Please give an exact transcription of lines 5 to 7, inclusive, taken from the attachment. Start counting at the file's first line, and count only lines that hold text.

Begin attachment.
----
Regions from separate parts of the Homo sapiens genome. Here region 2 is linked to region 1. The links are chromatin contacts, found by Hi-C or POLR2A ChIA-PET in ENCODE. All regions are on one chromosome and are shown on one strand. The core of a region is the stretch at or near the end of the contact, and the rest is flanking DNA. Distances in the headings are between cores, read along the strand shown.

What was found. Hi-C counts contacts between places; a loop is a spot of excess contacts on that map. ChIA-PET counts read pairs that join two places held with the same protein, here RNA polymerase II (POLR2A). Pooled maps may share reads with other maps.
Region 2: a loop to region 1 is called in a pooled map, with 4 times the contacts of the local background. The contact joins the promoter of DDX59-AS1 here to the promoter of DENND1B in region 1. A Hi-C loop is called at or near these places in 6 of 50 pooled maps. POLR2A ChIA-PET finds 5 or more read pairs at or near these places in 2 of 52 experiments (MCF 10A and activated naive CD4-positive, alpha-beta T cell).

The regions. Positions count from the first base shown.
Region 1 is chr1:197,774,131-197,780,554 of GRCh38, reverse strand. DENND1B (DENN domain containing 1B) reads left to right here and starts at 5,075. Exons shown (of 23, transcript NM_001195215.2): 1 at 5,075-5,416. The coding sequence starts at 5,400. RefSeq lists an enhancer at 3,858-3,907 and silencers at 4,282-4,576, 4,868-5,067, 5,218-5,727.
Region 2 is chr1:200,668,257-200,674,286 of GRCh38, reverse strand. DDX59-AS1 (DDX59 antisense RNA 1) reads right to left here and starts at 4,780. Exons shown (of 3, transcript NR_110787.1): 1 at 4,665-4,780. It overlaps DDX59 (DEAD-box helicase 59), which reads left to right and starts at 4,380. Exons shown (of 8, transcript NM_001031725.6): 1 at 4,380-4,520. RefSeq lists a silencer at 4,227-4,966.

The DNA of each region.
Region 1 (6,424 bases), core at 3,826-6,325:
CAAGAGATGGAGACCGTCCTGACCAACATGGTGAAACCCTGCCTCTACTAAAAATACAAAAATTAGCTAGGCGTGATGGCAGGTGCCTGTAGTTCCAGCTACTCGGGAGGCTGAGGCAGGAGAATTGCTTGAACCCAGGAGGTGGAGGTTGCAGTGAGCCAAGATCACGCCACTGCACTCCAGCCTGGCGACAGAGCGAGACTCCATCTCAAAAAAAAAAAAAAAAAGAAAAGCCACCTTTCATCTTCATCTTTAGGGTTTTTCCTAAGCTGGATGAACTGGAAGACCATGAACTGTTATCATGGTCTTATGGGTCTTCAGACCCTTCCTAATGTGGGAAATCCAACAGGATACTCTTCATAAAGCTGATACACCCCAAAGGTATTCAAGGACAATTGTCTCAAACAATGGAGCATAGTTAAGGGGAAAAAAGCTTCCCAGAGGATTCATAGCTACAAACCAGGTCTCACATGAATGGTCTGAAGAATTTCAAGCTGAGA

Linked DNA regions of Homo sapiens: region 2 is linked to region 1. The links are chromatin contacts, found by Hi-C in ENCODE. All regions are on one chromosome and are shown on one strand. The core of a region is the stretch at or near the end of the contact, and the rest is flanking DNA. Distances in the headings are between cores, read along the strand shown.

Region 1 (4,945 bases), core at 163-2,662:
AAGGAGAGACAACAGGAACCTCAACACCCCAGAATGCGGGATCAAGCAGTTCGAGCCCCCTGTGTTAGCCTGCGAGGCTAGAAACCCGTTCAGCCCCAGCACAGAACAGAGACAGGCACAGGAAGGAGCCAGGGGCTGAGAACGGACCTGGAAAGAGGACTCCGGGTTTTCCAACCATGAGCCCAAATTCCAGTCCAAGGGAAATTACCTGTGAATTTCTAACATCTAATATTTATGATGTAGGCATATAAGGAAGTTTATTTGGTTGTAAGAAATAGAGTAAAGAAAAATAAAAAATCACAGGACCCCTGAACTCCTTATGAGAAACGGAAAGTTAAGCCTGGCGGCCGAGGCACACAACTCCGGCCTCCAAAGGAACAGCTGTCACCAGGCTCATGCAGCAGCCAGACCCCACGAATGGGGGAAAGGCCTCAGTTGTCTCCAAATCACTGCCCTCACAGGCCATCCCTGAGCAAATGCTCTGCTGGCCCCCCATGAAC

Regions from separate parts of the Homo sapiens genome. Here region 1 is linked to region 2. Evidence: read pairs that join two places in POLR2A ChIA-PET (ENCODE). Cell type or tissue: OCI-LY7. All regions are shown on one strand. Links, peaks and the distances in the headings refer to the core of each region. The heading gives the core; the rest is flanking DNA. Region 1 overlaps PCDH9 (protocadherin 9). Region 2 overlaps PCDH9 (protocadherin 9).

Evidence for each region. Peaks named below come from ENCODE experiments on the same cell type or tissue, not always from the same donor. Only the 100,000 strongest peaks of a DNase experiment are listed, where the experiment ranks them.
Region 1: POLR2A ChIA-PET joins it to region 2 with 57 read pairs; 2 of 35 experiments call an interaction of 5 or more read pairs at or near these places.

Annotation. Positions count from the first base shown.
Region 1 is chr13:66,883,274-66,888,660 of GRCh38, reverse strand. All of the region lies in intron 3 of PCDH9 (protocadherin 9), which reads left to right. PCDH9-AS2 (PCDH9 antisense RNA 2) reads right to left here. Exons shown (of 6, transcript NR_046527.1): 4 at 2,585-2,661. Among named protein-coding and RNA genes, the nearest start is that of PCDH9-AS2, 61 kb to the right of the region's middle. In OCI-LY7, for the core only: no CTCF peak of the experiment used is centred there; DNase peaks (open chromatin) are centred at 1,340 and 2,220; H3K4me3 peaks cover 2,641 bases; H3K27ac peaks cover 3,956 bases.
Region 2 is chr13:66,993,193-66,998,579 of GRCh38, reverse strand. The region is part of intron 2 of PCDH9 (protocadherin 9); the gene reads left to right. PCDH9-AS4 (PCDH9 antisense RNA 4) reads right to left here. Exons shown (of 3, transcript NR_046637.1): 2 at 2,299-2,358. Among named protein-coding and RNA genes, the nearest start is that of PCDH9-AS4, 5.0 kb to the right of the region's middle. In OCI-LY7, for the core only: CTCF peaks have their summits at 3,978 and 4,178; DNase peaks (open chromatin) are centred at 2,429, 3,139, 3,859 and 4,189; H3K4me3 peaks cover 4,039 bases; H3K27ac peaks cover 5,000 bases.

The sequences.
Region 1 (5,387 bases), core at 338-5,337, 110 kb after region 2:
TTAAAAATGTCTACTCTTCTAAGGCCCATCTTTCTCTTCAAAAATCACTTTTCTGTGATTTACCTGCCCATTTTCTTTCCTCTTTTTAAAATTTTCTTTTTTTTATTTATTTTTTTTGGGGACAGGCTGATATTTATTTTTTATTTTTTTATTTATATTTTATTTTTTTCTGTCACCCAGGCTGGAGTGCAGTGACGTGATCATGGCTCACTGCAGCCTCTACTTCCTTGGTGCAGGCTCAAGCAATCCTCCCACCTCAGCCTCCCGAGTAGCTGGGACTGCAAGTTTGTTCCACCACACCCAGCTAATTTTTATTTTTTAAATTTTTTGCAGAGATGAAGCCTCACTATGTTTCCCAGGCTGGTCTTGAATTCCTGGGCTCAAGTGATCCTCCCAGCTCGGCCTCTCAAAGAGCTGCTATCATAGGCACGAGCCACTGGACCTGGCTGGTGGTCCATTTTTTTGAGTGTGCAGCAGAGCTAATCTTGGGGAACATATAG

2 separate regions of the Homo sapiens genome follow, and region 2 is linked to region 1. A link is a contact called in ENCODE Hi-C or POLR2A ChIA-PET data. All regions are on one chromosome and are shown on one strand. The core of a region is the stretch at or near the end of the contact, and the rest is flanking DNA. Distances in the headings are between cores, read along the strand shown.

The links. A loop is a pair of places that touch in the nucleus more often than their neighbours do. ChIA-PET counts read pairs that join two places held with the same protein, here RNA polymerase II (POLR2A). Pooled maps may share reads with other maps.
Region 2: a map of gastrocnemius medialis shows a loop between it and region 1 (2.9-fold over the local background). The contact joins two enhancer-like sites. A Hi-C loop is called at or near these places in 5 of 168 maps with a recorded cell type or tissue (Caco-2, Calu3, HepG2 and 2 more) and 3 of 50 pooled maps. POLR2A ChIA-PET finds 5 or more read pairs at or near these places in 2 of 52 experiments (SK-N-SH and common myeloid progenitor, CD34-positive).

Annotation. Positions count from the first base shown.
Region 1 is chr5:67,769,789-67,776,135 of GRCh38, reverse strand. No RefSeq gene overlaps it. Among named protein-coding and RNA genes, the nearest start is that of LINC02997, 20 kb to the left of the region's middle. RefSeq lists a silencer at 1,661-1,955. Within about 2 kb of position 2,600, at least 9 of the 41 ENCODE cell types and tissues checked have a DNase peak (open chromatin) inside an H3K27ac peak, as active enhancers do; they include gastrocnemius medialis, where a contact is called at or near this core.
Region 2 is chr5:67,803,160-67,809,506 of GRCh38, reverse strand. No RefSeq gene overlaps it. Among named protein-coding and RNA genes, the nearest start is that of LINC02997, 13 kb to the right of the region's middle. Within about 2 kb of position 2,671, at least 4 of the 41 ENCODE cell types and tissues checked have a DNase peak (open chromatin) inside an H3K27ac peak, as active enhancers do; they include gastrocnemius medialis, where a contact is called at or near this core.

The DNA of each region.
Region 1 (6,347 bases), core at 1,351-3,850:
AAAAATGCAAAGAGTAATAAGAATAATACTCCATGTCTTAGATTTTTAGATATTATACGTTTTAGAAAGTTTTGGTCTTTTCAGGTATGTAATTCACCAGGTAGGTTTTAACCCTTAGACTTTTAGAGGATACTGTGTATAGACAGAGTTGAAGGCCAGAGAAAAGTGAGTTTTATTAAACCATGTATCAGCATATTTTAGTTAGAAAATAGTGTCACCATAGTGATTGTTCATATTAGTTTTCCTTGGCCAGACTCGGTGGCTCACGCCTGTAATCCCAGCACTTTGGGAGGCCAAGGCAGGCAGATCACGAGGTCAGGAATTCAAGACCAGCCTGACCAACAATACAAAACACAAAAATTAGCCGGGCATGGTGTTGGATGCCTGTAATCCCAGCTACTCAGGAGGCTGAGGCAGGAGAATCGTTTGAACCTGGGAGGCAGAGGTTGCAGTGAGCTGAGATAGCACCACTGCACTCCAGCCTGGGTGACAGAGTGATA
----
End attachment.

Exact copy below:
Region 1 is chr1:197,774,131-197,780,554 of GRCh38, reverse strand. DENND1B (DENN domain containing 1B) reads left to right here and starts at 5,075. Exons shown (of 23, transcript NM_001195215.2): 1 at 5,075-5,416. The coding sequence starts at 5,400. RefSeq lists an enhancer at 3,858-3,907 and silencers at 4,282-4,576, 4,868-5,067, 5,218-5,727.
Region 2 is chr1:200,668,257-200,674,286 of GRCh38, reverse strand. DDX59-AS1 (DDX59 antisense RNA 1) reads right to left here and starts at 4,780. Exons shown (of 3, transcript NR_110787.1): 1 at 4,665-4,780. It overlaps DDX59 (DEAD-box helicase 59), which reads left to right and starts at 4,380. Exons shown (of 8, transcript NM_001031725.6): 1 at 4,380-4,520. RefSeq lists a silencer at 4,227-4,966.

The DNA of each region.